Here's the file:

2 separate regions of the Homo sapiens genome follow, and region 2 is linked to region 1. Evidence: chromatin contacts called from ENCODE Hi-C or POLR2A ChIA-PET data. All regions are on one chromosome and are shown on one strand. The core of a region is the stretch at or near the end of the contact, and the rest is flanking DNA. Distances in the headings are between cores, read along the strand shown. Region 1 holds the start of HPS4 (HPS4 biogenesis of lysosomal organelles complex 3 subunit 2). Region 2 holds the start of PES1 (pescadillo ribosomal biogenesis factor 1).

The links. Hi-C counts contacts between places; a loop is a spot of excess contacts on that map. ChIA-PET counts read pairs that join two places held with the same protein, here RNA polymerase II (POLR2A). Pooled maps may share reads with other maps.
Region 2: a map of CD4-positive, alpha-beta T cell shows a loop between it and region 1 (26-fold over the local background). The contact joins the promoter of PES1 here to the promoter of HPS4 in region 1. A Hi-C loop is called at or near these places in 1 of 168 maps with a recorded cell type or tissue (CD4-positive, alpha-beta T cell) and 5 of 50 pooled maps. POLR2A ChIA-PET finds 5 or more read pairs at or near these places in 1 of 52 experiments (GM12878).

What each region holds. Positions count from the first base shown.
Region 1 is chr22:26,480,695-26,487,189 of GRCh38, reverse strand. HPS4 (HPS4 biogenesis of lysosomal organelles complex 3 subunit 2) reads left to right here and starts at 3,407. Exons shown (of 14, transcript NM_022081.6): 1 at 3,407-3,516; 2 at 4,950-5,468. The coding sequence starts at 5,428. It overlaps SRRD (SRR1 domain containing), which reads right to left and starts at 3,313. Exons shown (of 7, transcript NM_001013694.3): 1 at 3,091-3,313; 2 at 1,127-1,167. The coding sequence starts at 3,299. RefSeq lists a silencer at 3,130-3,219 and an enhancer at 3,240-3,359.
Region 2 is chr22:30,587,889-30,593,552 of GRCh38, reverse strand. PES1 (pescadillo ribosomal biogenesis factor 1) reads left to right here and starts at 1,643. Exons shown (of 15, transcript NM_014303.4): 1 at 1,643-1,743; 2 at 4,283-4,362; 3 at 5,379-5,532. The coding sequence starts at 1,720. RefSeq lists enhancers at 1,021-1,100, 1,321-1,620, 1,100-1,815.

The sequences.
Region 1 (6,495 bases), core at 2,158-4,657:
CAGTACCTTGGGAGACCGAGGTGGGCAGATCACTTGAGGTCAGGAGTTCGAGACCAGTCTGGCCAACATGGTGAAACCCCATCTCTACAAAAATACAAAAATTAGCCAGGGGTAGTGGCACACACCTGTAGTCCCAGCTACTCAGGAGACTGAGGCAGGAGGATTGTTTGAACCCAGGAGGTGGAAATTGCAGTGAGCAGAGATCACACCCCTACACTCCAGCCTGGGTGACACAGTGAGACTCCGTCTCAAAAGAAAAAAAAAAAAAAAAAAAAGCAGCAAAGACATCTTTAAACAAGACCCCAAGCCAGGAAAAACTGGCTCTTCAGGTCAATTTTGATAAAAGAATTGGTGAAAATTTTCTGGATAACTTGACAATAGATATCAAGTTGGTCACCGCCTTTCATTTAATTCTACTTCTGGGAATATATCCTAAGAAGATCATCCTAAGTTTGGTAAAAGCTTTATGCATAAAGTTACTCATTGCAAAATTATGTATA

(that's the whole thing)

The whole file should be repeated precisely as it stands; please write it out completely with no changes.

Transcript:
2 separate regions of the Homo sapiens genome follow, and region 2 is linked to region 1. Evidence: chromatin contacts called from ENCODE Hi-C or POLR2A ChIA-PET data. All regions are on one chromosome and are shown on one strand. The core of a region is the stretch at or near the end of the contact, and the rest is flanking DNA. Distances in the headings are between cores, read along the strand shown. Region 1 holds the start of HPS4 (HPS4 biogenesis of lysosomal organelles complex 3 subunit 2). Region 2 holds the start of PES1 (pescadillo ribosomal biogenesis factor 1).

The links. Hi-C counts contacts between places; a loop is a spot of excess contacts on that map. ChIA-PET counts read pairs that join two places held with the same protein, here RNA polymerase II (POLR2A). Pooled maps may share reads with other maps.
Region 2: a map of CD4-positive, alpha-beta T cell shows a loop between it and region 1 (26-fold over the local background). The contact joins the promoter of PES1 here to the promoter of HPS4 in region 1. A Hi-C loop is called at or near these places in 1 of 168 maps with a recorded cell type or tissue (CD4-positive, alpha-beta T cell) and 5 of 50 pooled maps. POLR2A ChIA-PET finds 5 or more read pairs at or near these places in 1 of 52 experiments (GM12878).

What each region holds. Positions count from the first base shown.
Region 1 is chr22:26,480,695-26,487,189 of GRCh38, reverse strand. HPS4 (HPS4 biogenesis of lysosomal organelles complex 3 subunit 2) reads left to right here and starts at 3,407. Exons shown (of 14, transcript NM_022081.6): 1 at 3,407-3,516; 2 at 4,950-5,468. The coding sequence starts at 5,428. It overlaps SRRD (SRR1 domain containing), which reads right to left and starts at 3,313. Exons shown (of 7, transcript NM_001013694.3): 1 at 3,091-3,313; 2 at 1,127-1,167. The coding sequence starts at 3,299. RefSeq lists a silencer at 3,130-3,219 and an enhancer at 3,240-3,359.
Region 2 is chr22:30,587,889-30,593,552 of GRCh38, reverse strand. PES1 (pescadillo ribosomal biogenesis factor 1) reads left to right here and starts at 1,643. Exons shown (of 15, transcript NM_014303.4): 1 at 1,643-1,743; 2 at 4,283-4,362; 3 at 5,379-5,532. The coding sequence starts at 1,720. RefSeq lists enhancers at 1,021-1,100, 1,321-1,620, 1,100-1,815.

The sequences.
Region 1 (6,495 bases), core at 2,158-4,657:
CAGTACCTTGGGAGACCGAGGTGGGCAGATCACTTGAGGTCAGGAGTTCGAGACCAGTCTGGCCAACATGGTGAAACCCCATCTCTACAAAAATACAAAAATTAGCCAGGGGTAGTGGCACACACCTGTAGTCCCAGCTACTCAGGAGACTGAGGCAGGAGGATTGTTTGAACCCAGGAGGTGGAAATTGCAGTGAGCAGAGATCACACCCCTACACTCCAGCCTGGGTGACACAGTGAGACTCCGTCTCAAAAGAAAAAAAAAAAAAAAAAAAAGCAGCAAAGACATCTTTAAACAAGACCCCAAGCCAGGAAAAACTGGCTCTTCAGGTCAATTTTGATAAAAGAATTGGTGAAAATTTTCTGGATAACTTGACAATAGATATCAAGTTGGTCACCGCCTTTCATTTAATTCTACTTCTGGGAATATATCCTAAGAAGATCATCCTAAGTTTGGTAAAAGCTTTATGCATAAAGTTACTCATTGCAAAATTATGTATA